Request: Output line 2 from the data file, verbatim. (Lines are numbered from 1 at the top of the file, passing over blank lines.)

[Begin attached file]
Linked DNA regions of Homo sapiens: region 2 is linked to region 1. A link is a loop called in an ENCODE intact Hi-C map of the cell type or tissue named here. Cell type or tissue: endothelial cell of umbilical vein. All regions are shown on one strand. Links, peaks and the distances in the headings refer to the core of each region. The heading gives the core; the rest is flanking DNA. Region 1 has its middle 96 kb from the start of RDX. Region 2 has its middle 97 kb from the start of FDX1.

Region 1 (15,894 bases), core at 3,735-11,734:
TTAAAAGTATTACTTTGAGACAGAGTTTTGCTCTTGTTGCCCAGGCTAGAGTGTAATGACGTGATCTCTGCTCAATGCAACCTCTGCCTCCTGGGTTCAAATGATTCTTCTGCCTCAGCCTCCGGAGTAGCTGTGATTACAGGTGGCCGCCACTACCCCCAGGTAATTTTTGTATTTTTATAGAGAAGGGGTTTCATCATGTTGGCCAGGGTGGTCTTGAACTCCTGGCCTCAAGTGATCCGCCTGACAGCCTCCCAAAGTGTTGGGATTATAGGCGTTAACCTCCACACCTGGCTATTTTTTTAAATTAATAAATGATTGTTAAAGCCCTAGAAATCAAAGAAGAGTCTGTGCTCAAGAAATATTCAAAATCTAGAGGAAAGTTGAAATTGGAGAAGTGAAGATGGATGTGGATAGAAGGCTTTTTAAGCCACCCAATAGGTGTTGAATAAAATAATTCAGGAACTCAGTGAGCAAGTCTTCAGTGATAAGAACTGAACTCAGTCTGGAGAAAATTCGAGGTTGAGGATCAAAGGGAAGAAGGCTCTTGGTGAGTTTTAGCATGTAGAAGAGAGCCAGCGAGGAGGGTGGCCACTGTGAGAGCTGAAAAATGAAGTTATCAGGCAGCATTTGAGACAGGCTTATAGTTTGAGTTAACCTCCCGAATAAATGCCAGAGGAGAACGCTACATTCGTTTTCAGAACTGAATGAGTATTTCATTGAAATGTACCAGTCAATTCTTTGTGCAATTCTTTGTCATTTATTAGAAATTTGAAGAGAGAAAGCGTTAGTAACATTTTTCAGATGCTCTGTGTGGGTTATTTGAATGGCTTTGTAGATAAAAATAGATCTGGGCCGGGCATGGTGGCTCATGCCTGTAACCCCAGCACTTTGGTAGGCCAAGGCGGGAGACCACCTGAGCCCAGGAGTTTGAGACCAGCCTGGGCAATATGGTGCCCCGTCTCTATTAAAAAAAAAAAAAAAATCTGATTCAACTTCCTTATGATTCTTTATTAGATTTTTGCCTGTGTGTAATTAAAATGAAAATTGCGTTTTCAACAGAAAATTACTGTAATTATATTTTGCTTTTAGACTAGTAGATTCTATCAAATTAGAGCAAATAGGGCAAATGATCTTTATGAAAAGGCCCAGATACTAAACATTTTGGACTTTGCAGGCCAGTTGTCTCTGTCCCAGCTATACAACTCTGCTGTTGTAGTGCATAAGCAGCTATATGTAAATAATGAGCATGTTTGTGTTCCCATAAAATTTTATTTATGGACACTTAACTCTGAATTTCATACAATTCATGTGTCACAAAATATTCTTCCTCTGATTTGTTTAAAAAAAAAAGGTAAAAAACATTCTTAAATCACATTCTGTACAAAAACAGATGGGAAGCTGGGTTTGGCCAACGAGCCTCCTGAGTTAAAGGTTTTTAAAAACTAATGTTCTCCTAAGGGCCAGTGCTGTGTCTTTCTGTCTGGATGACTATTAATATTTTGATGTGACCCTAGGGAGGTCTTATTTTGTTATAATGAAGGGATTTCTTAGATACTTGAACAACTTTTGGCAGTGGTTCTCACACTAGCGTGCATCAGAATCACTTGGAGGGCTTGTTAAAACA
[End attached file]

Region 1 (15,894 bases), core at 3,735-11,734: